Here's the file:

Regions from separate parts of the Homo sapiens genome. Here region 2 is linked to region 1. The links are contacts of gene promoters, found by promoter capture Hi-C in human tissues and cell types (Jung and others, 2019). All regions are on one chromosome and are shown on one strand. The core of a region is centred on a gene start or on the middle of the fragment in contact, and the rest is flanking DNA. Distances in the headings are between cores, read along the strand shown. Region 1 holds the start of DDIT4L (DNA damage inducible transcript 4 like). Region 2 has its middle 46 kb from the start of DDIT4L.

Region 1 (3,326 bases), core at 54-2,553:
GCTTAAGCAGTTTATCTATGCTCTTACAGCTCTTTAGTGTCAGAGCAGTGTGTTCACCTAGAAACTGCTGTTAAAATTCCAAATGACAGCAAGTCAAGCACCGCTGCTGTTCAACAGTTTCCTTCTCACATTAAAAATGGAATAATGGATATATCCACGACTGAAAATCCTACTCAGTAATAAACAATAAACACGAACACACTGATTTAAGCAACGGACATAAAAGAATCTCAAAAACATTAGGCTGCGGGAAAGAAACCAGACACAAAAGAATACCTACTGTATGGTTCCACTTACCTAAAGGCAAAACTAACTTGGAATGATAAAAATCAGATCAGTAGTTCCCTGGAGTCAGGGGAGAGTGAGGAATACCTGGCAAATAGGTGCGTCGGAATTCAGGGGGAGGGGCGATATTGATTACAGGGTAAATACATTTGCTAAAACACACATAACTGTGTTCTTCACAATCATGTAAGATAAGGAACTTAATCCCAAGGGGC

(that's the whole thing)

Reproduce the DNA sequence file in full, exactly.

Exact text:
Regions from separate parts of the Homo sapiens genome. Here region 2 is linked to region 1. The links are contacts of gene promoters, found by promoter capture Hi-C in human tissues and cell types (Jung and others, 2019). All regions are on one chromosome and are shown on one strand. The core of a region is centred on a gene start or on the middle of the fragment in contact, and the rest is flanking DNA. Distances in the headings are between cores, read along the strand shown. Region 1 holds the start of DDIT4L (DNA damage inducible transcript 4 like). Region 2 has its middle 46 kb from the start of DDIT4L.

Region 1 (3,326 bases), core at 54-2,553:
GCTTAAGCAGTTTATCTATGCTCTTACAGCTCTTTAGTGTCAGAGCAGTGTGTTCACCTAGAAACTGCTGTTAAAATTCCAAATGACAGCAAGTCAAGCACCGCTGCTGTTCAACAGTTTCCTTCTCACATTAAAAATGGAATAATGGATATATCCACGACTGAAAATCCTACTCAGTAATAAACAATAAACACGAACACACTGATTTAAGCAACGGACATAAAAGAATCTCAAAAACATTAGGCTGCGGGAAAGAAACCAGACACAAAAGAATACCTACTGTATGGTTCCACTTACCTAAAGGCAAAACTAACTTGGAATGATAAAAATCAGATCAGTAGTTCCCTGGAGTCAGGGGAGAGTGAGGAATACCTGGCAAATAGGTGCGTCGGAATTCAGGGGGAGGGGCGATATTGATTACAGGGTAAATACATTTGCTAAAACACACATAACTGTGTTCTTCACAATCATGTAAGATAAGGAACTTAATCCCAAGGGGC